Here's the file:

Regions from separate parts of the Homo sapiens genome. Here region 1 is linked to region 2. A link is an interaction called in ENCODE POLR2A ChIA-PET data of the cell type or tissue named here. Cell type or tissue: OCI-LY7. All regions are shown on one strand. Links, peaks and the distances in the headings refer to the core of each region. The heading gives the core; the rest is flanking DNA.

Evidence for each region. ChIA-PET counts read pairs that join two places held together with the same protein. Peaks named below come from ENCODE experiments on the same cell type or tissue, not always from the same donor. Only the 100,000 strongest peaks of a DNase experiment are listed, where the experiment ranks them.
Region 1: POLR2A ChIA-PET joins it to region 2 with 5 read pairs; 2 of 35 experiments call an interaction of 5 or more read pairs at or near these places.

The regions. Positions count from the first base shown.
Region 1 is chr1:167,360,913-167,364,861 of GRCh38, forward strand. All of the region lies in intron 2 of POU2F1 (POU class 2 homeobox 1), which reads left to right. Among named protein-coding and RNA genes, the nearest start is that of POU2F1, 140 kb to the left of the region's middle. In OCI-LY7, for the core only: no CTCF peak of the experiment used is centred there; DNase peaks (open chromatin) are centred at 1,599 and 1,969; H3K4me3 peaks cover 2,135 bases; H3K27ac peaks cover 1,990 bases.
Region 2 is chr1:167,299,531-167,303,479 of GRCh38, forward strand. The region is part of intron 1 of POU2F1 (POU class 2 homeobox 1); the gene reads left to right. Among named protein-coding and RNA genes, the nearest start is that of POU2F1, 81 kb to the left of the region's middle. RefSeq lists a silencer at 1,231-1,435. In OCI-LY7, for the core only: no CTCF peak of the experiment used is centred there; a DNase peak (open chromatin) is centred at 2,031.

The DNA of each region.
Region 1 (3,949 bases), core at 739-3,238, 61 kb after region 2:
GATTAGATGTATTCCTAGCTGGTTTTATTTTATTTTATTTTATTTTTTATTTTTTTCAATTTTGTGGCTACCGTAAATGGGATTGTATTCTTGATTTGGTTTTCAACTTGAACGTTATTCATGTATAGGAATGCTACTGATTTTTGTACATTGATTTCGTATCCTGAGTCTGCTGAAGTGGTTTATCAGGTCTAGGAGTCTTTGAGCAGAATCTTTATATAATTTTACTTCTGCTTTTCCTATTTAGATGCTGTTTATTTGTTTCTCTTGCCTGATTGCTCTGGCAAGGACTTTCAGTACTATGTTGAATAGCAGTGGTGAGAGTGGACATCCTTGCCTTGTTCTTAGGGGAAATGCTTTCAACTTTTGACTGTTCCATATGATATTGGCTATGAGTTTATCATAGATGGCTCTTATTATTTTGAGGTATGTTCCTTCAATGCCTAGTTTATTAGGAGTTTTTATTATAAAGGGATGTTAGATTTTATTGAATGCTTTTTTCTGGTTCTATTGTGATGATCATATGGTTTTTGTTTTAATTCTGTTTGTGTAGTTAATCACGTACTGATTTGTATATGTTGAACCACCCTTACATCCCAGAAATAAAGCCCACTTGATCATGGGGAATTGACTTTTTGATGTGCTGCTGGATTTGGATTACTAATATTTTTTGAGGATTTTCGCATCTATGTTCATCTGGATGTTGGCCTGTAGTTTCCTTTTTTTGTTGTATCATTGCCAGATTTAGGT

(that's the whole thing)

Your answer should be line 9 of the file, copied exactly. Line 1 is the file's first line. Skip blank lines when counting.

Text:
GATTAGATGTATTCCTAGCTGGTTTTATTTTATTTTATTTTATTTTTTATTTTTTTCAATTTTGTGGCTACCGTAAATGGGATTGTATTCTTGATTTGGTTTTCAACTTGAACGTTATTCATGTATAGGAATGCTACTGATTTTTGTACATTGATTTCGTATCCTGAGTCTGCTGAAGTGGTTTATCAGGTCTAGGAGTCTTTGAGCAGAATCTTTATATAATTTTACTTCTGCTTTTCCTATTTAGATGCTGTTTATTTGTTTCTCTTGCCTGATTGCTCTGGCAAGGACTTTCAGTACTATGTTGAATAGCAGTGGTGAGAGTGGACATCCTTGCCTTGTTCTTAGGGGAAATGCTTTCAACTTTTGACTGTTCCATATGATATTGGCTATGAGTTTATCATAGATGGCTCTTATTATTTTGAGGTATGTTCCTTCAATGCCTAGTTTATTAGGAGTTTTTATTATAAAGGGATGTTAGATTTTATTGAATGCTTTTTTCTGGTTCTATTGTGATGATCATATGGTTTTTGTTTTAATTCTGTTTGTGTAGTTAATCACGTACTGATTTGTATATGTTGAACCACCCTTACATCCCAGAAATAAAGCCCACTTGATCATGGGGAATTGACTTTTTGATGTGCTGCTGGATTTGGATTACTAATATTTTTTGAGGATTTTCGCATCTATGTTCATCTGGATGTTGGCCTGTAGTTTCCTTTTTTTGTTGTATCATTGCCAGATTTAGGT